The Troubling Reason Homeownership Has Dropped to a 50-Year Low

Feb 10, 2017

The national homeownership rate fell to 63.4% in 2016—the lowest yearly average in 50 years, according to the business data firm CoreLogic. And there may not be a rebound anytime soon.

It's possible the homeownership rate, which measures the ratio of households occupied by an owner, could recover. Millennials, the largest generation in the nation, are aging into their homebuyer years. Demand could increase if the U.S. economy perks up a bit and wage growth improves. And the number of foreclosures and distressed sales continues to fall, per CoreLogic.

But the biggest thing holding down the homeownership rate could be racial inequality. The rate among white Americans is more than 30 percentage points higher than among black Americans, according to Trulia, a real estate site.

Source: Trulia, third-quarter 2016 national data
Source: Trulia, third-quarter 2016 national data

One recent study found that 72% of all household growth from 2015 to 2025 will be from groups other than non-Hispanic whites. So if these groups face hurdles to buying homes, it could harm the overall growth of the market.

"Historically, minority households have had less wealth than white, non-Hispanic households," says Frank Nothaft, CoreLogic's chief economist. "This has been related to past instances of racial discrimination and to immigrants who have come to the U.S. Immigrants have generally had less wealth than the native population. Less wealth means less resources to make a down payment and cover closing costs, and less financial assistance that parents can give to homebuyer-aged children."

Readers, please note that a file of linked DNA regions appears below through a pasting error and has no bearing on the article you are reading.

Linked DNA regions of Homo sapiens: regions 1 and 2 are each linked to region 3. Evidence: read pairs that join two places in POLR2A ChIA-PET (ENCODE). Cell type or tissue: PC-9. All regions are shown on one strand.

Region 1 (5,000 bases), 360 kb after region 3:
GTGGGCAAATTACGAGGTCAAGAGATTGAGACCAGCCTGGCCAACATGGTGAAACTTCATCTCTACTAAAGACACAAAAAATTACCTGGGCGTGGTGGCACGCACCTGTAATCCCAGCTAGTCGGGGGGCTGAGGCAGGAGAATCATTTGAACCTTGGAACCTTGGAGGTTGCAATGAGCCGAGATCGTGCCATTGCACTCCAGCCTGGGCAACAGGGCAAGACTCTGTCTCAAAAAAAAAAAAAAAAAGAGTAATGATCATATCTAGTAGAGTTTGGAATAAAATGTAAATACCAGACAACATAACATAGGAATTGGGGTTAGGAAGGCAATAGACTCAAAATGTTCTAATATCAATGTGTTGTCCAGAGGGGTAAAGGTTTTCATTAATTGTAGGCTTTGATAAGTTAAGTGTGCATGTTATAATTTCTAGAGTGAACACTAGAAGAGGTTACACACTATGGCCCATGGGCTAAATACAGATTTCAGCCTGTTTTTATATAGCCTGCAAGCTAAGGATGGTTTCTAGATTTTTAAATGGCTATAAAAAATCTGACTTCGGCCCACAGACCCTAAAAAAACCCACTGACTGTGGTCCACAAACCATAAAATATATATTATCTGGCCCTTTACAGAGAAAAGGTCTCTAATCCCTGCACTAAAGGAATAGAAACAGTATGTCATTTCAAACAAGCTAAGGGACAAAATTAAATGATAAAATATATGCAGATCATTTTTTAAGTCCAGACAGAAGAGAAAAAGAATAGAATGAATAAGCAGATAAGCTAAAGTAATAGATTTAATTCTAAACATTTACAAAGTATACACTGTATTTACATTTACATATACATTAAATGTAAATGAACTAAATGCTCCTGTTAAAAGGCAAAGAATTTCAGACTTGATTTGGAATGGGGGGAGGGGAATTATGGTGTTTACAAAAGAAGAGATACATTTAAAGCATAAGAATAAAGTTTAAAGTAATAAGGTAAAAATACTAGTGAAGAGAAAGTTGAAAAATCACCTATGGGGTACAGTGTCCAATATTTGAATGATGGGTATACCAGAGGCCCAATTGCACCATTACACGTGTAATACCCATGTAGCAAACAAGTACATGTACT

For decades institutional racism has harmed minority borrowers ability to own an affordable home. An analysis by the The Wall Street Journal found that only 5% of mortgages were offered to African Americans in 2014, down three percentage points from seven years earlier. Hispanics were offered 9% of mortgages in 2014, down two points compared to 2007. Meanwhile white Americans saw their percentage rise by five points during that span.

Another study by the National Community Reinvestment Coalition (NCRC) found that blacks in St. Louis and Milwaukee were less likely to receive a mortgage than whites in similar economic situations. In 2012, Wells Fargo agreed to a settlement of at least $175 million with the Justice Department after it was alleged that from 2004 to 2009 independent mortgage brokers aligned with the bank charged more than 30,000 minority homebuyers higher rates and fees than white customers with similar credit. Another 4,000 minority households were given subprime loans, while their white counterparts were not. Wells Fargo admitted no wrongdoing.

The legacy of discriminatory housing laws, like the National Housing Act of 1934, which "redlined" predominately black neighborhoods and shut out minorities from bank loans, continues to have lasting damage as well. African Americans and Latinos suffer from residential segregation, resulting in less value for their homes. If there were no racial disparity in homeownership rates, the overall gap in wealth between black and white American households would decline by nearly a third, according to a recent study from left-leaning public policy group Demos.

Homeownership is as core to what it means to be American as apple pie. But with the sizable racial gap in who gets a mortgage, along with historically tight lending standards, the American dream remains out of touch for many.

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